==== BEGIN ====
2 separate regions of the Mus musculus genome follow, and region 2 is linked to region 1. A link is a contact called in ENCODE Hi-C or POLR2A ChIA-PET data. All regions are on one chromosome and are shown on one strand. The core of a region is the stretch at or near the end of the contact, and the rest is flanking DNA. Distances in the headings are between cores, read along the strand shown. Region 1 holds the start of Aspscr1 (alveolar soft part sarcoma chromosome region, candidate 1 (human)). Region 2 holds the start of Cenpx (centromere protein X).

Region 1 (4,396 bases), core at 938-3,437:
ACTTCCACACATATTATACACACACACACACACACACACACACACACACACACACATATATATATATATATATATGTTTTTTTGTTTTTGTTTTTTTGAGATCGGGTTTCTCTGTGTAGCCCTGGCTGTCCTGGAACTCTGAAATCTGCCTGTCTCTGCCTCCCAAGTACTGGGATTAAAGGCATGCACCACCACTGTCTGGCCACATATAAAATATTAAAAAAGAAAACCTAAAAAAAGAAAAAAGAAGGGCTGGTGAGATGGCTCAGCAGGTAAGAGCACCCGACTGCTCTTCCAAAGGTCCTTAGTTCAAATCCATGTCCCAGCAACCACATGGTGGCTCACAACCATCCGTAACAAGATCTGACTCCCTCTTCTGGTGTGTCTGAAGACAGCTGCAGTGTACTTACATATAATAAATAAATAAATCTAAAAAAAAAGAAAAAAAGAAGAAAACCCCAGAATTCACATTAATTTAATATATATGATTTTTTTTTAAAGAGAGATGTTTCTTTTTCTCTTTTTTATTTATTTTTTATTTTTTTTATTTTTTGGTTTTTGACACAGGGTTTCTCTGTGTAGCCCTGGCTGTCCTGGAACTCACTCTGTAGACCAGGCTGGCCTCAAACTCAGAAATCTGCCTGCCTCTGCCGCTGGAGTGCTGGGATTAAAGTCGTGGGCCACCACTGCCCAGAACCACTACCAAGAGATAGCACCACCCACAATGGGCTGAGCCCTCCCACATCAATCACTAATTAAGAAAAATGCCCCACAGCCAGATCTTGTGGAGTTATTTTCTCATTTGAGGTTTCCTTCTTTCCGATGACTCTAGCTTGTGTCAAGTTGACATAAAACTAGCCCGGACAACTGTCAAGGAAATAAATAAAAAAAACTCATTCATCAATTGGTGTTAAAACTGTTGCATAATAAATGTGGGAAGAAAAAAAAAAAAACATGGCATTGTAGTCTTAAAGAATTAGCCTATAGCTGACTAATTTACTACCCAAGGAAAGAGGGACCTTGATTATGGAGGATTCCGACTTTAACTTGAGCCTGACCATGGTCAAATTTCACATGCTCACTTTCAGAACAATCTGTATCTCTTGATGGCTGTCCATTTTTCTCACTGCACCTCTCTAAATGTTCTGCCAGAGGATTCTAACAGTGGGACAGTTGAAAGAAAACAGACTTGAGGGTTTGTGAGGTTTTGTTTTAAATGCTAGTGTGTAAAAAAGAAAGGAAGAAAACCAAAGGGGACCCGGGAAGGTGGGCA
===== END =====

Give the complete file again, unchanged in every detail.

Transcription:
2 separate regions of the Mus musculus genome follow, and region 2 is linked to region 1. A link is a contact called in ENCODE Hi-C or POLR2A ChIA-PET data. All regions are on one chromosome and are shown on one strand. The core of a region is the stretch at or near the end of the contact, and the rest is flanking DNA. Distances in the headings are between cores, read along the strand shown. Region 1 holds the start of Aspscr1 (alveolar soft part sarcoma chromosome region, candidate 1 (human)). Region 2 holds the start of Cenpx (centromere protein X).

Region 1 (4,396 bases), core at 938-3,437:
ACTTCCACACATATTATACACACACACACACACACACACACACACACACACACACATATATATATATATATATATGTTTTTTTGTTTTTGTTTTTTTGAGATCGGGTTTCTCTGTGTAGCCCTGGCTGTCCTGGAACTCTGAAATCTGCCTGTCTCTGCCTCCCAAGTACTGGGATTAAAGGCATGCACCACCACTGTCTGGCCACATATAAAATATTAAAAAAGAAAACCTAAAAAAAGAAAAAAGAAGGGCTGGTGAGATGGCTCAGCAGGTAAGAGCACCCGACTGCTCTTCCAAAGGTCCTTAGTTCAAATCCATGTCCCAGCAACCACATGGTGGCTCACAACCATCCGTAACAAGATCTGACTCCCTCTTCTGGTGTGTCTGAAGACAGCTGCAGTGTACTTACATATAATAAATAAATAAATCTAAAAAAAAAGAAAAAAAGAAGAAAACCCCAGAATTCACATTAATTTAATATATATGATTTTTTTTTAAAGAGAGATGTTTCTTTTTCTCTTTTTTATTTATTTTTTATTTTTTTTATTTTTTGGTTTTTGACACAGGGTTTCTCTGTGTAGCCCTGGCTGTCCTGGAACTCACTCTGTAGACCAGGCTGGCCTCAAACTCAGAAATCTGCCTGCCTCTGCCGCTGGAGTGCTGGGATTAAAGTCGTGGGCCACCACTGCCCAGAACCACTACCAAGAGATAGCACCACCCACAATGGGCTGAGCCCTCCCACATCAATCACTAATTAAGAAAAATGCCCCACAGCCAGATCTTGTGGAGTTATTTTCTCATTTGAGGTTTCCTTCTTTCCGATGACTCTAGCTTGTGTCAAGTTGACATAAAACTAGCCCGGACAACTGTCAAGGAAATAAATAAAAAAAACTCATTCATCAATTGGTGTTAAAACTGTTGCATAATAAATGTGGGAAGAAAAAAAAAAAAACATGGCATTGTAGTCTTAAAGAATTAGCCTATAGCTGACTAATTTACTACCCAAGGAAAGAGGGACCTTGATTATGGAGGATTCCGACTTTAACTTGAGCCTGACCATGGTCAAATTTCACATGCTCACTTTCAGAACAATCTGTATCTCTTGATGGCTGTCCATTTTTCTCACTGCACCTCTCTAAATGTTCTGCCAGAGGATTCTAACAGTGGGACAGTTGAAAGAAAACAGACTTGAGGGTTTGTGAGGTTTTGTTTTAAATGCTAGTGTGTAAAAAAGAAAGGAAGAAAACCAAAGGGGACCCGGGAAGGTGGGCA